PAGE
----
Unable to speak German I only ever got tidbits of his work; a quote here, a putdown there. They called him the German Mourinho – but with his tendency to not care about his image, to talk down his team and their chances, to be honourable at all times, to build a team from scratch with little and to not be driven by the media spotlight; for all that, and so much more, he always seemed the the anti-Mourinho to me. England and Spain are filled with managers who can be pigeonholed: the old angry man, the young buck who always seems pleased with himself, the middle aged hardman and the journeyman who just does a job. Most of them wear suits, some wear tracksuits, none were like Klopp. He looked like a homeless man who wore clothes two sizes too big (still better than what Cosmi and Prandelli do), never cared about his appearance and jumped around on the touchline more than the fans. In just being himself, he was a hipster. And every time you read about him, you fell more in love with him. He looked like a mad scientist, and as his creation excelled on the pitch, you thought he just might be one. He talked of micro-tactics, his system and the organism he built was stronger than any individual. Sahin left, Gundogan came in; Kagawa left, Reus replaced him; Barrios grew tired and Lewandowski became the first choice striker. He was forced to keep letting players go, yet the team became stronger. 6 matches into the 2011/12 season Dortmund were 8 points behind Bayern and nearly out of the Champions League at the group stage, seemingly on course to prove the doubters right. Even though they’d finish bottom of their CL group, they went on the longest unbeaten run ever in a Bundesliga season. They did not lose after matchday 6 – and became the first non-Bayern team since Hitzfeld’s Dortmund to win back-to-back titles; while posting the highest points total in the league’s history, as well. They also became only the third non-Bayern team to win the league-and-cup-double. And they did it all without ever losing that sense of pure adrenaline that they had shown the first time I had seen them. Sure there was method to their anarchy, but what they did, or rather how they did it, was unique. They played at 100mph, and yet always seemed in control. This team of rejects – for that is what they were (Hummels had been sold by Bayern for a couple of quid, Subotic had once been rejected by an American youth team – together they formed the best partnership in continental Europe) – had been brought together by Klopp to create something far greater than any of them. From that match against Mainz till this season, I watched them play almost weekly – always adjusting their tactics slightly for the opposition, without ever losing their own game. They shunned the labels of ideology but continued to create their own. This was, for the lack of a better phrase, post-modern football.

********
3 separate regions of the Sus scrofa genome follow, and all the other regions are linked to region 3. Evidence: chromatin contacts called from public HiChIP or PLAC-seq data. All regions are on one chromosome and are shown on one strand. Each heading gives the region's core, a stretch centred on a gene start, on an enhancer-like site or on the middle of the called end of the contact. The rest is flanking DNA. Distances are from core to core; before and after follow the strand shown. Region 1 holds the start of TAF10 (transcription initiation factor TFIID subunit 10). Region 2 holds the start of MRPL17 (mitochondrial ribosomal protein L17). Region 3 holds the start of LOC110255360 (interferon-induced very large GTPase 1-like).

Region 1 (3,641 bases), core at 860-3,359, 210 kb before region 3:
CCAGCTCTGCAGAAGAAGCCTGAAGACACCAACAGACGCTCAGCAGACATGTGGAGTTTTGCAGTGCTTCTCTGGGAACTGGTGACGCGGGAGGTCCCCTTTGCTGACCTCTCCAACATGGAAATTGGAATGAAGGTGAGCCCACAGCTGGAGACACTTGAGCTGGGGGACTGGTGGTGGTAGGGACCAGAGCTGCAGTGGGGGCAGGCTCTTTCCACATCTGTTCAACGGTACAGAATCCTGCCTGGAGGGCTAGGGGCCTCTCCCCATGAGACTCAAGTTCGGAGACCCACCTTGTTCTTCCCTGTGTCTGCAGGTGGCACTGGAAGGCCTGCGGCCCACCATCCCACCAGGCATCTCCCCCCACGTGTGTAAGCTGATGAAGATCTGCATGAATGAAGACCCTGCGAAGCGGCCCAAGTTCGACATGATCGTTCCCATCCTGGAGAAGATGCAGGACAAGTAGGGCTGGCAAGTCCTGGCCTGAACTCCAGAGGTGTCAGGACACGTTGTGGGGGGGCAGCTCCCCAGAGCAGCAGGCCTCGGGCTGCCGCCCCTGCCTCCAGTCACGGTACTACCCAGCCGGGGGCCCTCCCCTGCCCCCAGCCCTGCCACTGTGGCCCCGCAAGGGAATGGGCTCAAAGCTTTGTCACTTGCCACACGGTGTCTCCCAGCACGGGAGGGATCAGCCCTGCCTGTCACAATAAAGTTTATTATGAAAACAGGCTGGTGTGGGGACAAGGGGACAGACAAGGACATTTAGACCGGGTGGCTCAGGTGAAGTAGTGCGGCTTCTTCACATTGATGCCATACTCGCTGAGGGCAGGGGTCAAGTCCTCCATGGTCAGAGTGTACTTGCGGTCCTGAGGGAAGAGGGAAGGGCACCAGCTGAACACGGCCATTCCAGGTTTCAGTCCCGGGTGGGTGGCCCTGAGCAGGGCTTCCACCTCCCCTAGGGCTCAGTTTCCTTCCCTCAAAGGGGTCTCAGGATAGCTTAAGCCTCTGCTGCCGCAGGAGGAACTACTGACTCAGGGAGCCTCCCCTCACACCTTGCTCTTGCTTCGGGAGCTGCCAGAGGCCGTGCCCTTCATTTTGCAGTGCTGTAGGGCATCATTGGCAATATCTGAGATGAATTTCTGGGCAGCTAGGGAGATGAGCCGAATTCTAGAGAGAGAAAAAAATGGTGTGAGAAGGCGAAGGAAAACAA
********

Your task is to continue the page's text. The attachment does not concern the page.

And it was just a joy to watch them at their peak.